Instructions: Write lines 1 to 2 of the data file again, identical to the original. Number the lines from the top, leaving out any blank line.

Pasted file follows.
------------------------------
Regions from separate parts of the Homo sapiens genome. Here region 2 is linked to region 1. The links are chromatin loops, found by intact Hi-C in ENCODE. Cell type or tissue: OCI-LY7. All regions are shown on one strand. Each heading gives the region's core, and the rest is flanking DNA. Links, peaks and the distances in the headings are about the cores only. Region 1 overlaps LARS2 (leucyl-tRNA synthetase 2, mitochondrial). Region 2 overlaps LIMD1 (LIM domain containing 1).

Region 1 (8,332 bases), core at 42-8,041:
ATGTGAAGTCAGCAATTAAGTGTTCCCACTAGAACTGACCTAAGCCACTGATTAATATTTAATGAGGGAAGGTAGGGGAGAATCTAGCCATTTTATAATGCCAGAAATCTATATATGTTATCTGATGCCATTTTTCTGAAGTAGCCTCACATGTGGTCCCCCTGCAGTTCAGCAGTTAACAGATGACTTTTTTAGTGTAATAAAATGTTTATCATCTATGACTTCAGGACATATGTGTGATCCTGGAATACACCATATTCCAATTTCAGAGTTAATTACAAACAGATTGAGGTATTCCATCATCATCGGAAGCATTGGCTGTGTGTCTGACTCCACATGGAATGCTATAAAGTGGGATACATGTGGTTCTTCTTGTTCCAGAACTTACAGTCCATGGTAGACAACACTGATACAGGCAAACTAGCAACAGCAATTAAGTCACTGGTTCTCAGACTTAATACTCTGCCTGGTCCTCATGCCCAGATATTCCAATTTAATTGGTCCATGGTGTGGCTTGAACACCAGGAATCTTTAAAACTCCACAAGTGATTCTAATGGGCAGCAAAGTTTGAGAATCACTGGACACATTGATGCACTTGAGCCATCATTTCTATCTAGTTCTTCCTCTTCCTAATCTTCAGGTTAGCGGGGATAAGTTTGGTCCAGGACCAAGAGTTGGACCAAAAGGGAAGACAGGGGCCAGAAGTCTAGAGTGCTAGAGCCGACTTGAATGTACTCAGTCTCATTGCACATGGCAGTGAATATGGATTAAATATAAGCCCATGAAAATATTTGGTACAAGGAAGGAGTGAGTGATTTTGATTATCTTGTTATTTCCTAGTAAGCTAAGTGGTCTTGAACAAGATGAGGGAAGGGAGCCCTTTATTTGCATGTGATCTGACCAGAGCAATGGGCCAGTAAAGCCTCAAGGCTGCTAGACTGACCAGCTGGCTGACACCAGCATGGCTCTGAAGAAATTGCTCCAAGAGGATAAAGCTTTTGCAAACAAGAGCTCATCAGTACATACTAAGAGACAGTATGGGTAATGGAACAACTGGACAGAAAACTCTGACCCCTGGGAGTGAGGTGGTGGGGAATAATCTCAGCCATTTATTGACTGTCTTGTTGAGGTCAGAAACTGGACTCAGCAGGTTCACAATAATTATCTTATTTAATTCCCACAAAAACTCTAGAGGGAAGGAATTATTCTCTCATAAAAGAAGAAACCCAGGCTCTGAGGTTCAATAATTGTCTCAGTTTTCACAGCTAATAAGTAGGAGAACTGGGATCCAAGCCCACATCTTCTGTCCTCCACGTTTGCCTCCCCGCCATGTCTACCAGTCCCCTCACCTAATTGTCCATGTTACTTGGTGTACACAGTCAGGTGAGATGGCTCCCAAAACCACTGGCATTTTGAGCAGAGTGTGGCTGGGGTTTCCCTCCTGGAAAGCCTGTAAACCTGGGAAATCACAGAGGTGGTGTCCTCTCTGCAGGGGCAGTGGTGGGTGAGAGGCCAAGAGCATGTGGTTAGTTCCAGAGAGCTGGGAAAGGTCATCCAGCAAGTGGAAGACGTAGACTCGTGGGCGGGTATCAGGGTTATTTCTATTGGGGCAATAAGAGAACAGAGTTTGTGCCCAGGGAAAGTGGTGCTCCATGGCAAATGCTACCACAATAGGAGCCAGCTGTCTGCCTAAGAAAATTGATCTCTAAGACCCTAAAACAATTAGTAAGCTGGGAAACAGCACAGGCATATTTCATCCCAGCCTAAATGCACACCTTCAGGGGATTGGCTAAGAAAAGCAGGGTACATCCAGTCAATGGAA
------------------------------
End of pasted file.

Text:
Regions from separate parts of the Homo sapiens genome. Here region 2 is linked to region 1. The links are chromatin loops, found by intact Hi-C in ENCODE. Cell type or tissue: OCI-LY7. All regions are shown on one strand. Each heading gives the region's core, and the rest is flanking DNA. Links, peaks and the distances in the headings are about the cores only. Region 1 overlaps LARS2 (leucyl-tRNA synthetase 2, mitochondrial). Region 2 overlaps LIMD1 (LIM domain containing 1).

Region 1 (8,332 bases), core at 42-8,041: